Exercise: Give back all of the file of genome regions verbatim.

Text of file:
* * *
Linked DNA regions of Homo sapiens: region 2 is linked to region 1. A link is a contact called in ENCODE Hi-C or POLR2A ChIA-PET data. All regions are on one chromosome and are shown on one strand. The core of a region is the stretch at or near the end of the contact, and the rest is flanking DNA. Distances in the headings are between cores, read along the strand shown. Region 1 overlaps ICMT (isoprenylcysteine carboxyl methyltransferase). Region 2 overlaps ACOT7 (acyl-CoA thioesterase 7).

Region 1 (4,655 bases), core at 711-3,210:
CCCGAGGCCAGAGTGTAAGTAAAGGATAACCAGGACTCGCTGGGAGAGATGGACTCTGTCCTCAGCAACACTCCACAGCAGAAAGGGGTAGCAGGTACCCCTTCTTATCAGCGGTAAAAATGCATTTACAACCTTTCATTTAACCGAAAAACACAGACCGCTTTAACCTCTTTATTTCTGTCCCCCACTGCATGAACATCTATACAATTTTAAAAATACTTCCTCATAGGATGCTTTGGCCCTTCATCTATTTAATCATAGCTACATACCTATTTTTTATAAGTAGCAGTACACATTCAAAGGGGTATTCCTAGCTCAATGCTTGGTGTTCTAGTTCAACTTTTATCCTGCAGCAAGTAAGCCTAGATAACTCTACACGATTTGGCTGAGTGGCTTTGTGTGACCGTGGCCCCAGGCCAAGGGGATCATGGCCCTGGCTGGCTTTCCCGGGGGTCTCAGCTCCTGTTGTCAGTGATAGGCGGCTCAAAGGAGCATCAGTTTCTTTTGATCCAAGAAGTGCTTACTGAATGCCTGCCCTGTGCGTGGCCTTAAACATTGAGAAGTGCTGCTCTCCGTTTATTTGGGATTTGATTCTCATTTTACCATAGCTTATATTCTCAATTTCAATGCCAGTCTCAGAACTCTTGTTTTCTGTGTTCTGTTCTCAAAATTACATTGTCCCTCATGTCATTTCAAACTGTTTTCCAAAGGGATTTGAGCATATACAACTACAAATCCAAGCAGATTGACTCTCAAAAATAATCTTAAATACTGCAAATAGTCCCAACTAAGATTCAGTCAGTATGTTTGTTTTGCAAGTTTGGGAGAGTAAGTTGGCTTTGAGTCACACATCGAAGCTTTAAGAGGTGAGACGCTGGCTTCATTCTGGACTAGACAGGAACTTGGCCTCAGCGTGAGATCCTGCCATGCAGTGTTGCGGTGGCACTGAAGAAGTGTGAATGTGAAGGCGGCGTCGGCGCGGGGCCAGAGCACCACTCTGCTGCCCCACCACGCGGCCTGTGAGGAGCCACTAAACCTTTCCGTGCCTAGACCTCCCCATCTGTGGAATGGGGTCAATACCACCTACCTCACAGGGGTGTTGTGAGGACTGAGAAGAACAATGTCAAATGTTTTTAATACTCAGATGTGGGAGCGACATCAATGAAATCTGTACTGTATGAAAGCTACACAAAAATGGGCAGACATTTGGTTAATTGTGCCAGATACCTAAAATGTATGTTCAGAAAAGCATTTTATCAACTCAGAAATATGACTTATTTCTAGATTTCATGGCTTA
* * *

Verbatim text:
Linked DNA regions of Homo sapiens: region 2 is linked to region 1. A link is a contact called in ENCODE Hi-C or POLR2A ChIA-PET data. All regions are on one chromosome and are shown on one strand. The core of a region is the stretch at or near the end of the contact, and the rest is flanking DNA. Distances in the headings are between cores, read along the strand shown. Region 1 overlaps ICMT (isoprenylcysteine carboxyl methyltransferase). Region 2 overlaps ACOT7 (acyl-CoA thioesterase 7).

Region 1 (4,655 bases), core at 711-3,210:
CCCGAGGCCAGAGTGTAAGTAAAGGATAACCAGGACTCGCTGGGAGAGATGGACTCTGTCCTCAGCAACACTCCACAGCAGAAAGGGGTAGCAGGTACCCCTTCTTATCAGCGGTAAAAATGCATTTACAACCTTTCATTTAACCGAAAAACACAGACCGCTTTAACCTCTTTATTTCTGTCCCCCACTGCATGAACATCTATACAATTTTAAAAATACTTCCTCATAGGATGCTTTGGCCCTTCATCTATTTAATCATAGCTACATACCTATTTTTTATAAGTAGCAGTACACATTCAAAGGGGTATTCCTAGCTCAATGCTTGGTGTTCTAGTTCAACTTTTATCCTGCAGCAAGTAAGCCTAGATAACTCTACACGATTTGGCTGAGTGGCTTTGTGTGACCGTGGCCCCAGGCCAAGGGGATCATGGCCCTGGCTGGCTTTCCCGGGGGTCTCAGCTCCTGTTGTCAGTGATAGGCGGCTCAAAGGAGCATCAGTTTCTTTTGATCCAAGAAGTGCTTACTGAATGCCTGCCCTGTGCGTGGCCTTAAACATTGAGAAGTGCTGCTCTCCGTTTATTTGGGATTTGATTCTCATTTTACCATAGCTTATATTCTCAATTTCAATGCCAGTCTCAGAACTCTTGTTTTCTGTGTTCTGTTCTCAAAATTACATTGTCCCTCATGTCATTTCAAACTGTTTTCCAAAGGGATTTGAGCATATACAACTACAAATCCAAGCAGATTGACTCTCAAAAATAATCTTAAATACTGCAAATAGTCCCAACTAAGATTCAGTCAGTATGTTTGTTTTGCAAGTTTGGGAGAGTAAGTTGGCTTTGAGTCACACATCGAAGCTTTAAGAGGTGAGACGCTGGCTTCATTCTGGACTAGACAGGAACTTGGCCTCAGCGTGAGATCCTGCCATGCAGTGTTGCGGTGGCACTGAAGAAGTGTGAATGTGAAGGCGGCGTCGGCGCGGGGCCAGAGCACCACTCTGCTGCCCCACCACGCGGCCTGTGAGGAGCCACTAAACCTTTCCGTGCCTAGACCTCCCCATCTGTGGAATGGGGTCAATACCACCTACCTCACAGGGGTGTTGTGAGGACTGAGAAGAACAATGTCAAATGTTTTTAATACTCAGATGTGGGAGCGACATCAATGAAATCTGTACTGTATGAAAGCTACACAAAAATGGGCAGACATTTGGTTAATTGTGCCAGATACCTAAAATGTATGTTCAGAAAAGCATTTTATCAACTCAGAAATATGACTTATTTCTAGATTTCATGGCTTA